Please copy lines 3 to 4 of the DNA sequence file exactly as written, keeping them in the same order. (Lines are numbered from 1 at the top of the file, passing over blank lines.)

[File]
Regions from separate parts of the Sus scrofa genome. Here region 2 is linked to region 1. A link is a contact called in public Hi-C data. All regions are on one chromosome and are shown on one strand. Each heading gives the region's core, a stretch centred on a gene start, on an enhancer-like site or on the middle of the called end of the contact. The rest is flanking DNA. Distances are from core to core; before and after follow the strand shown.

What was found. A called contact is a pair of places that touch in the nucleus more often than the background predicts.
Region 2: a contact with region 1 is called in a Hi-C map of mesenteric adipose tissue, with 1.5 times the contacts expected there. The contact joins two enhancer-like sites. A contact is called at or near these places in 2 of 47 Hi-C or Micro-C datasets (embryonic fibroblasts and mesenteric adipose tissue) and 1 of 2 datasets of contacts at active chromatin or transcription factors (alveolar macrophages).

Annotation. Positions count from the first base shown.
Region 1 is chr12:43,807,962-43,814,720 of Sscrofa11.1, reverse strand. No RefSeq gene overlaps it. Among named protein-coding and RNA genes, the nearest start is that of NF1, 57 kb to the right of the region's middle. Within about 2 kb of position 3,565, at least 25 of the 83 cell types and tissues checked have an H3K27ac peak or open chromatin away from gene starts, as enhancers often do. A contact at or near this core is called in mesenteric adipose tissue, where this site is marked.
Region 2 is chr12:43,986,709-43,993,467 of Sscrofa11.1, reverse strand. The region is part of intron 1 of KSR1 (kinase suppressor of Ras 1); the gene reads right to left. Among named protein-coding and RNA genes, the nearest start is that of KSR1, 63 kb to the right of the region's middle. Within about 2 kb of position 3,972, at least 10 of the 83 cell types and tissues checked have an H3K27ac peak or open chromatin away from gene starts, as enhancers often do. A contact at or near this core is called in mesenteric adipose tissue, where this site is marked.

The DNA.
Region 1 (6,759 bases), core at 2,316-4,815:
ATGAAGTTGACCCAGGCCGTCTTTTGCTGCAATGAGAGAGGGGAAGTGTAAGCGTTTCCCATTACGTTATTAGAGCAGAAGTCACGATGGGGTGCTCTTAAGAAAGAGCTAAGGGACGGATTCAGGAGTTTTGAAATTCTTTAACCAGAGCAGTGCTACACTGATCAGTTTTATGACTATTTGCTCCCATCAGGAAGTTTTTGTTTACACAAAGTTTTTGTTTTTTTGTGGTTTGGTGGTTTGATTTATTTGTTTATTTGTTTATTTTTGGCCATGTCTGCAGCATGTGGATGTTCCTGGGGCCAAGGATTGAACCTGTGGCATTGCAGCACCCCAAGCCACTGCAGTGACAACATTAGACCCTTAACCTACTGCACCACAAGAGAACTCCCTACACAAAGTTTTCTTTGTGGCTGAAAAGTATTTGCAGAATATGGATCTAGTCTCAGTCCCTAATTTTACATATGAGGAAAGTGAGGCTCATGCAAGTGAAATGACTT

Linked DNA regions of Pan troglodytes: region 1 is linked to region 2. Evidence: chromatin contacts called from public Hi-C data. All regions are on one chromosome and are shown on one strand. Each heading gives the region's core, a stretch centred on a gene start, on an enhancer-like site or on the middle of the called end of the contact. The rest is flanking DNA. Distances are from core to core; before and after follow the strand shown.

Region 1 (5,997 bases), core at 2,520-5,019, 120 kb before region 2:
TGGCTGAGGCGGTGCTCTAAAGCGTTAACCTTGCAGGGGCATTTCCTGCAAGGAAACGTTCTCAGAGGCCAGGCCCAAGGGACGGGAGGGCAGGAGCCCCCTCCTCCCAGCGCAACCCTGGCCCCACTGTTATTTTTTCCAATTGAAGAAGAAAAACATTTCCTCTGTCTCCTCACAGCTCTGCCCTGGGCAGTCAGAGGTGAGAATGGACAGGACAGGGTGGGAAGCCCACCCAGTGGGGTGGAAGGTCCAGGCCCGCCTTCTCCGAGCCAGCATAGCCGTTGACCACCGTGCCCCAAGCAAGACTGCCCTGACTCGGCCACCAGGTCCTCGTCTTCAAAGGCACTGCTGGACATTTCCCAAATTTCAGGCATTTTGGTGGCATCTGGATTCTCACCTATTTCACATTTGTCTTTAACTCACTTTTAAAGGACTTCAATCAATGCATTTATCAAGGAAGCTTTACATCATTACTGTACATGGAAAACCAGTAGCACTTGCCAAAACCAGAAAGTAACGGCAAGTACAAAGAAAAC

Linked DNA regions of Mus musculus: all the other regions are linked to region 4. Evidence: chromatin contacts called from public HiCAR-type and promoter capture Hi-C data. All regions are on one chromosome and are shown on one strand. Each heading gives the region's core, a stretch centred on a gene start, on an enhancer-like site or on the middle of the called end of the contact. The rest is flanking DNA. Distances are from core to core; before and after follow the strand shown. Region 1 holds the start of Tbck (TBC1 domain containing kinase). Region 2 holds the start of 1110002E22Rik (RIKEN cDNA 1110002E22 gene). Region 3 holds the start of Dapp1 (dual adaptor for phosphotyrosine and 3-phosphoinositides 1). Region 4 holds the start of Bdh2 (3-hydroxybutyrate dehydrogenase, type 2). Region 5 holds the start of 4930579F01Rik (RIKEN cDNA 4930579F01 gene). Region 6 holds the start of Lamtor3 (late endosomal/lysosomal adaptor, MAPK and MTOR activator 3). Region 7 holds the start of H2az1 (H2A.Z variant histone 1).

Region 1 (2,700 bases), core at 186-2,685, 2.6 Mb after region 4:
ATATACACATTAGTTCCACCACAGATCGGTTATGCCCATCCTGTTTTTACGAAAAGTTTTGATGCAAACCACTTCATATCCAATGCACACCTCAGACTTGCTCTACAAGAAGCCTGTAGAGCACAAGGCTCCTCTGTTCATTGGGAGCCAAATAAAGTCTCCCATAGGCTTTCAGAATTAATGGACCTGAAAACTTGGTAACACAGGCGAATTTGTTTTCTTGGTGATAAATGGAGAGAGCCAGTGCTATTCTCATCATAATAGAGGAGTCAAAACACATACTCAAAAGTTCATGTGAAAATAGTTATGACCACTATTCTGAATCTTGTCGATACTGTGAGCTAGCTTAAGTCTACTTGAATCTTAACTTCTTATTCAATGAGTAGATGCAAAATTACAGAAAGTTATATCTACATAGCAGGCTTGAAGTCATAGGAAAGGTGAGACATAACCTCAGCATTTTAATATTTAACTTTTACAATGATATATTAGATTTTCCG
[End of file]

Region 2: a contact with region 1 is called in a Hi-C map of mesenteric adipose tissue, with 1.5 times the contacts expected there. The contact joins two enhancer-like sites. A contact is called at or near these places in 2 of 47 Hi-C or Micro-C datasets (embryonic fibroblasts and mesenteric adipose tissue) and 1 of 2 datasets of contacts at active chromatin or transcription factors (alveolar macrophages).

Annotation. Positions count from the first base shown.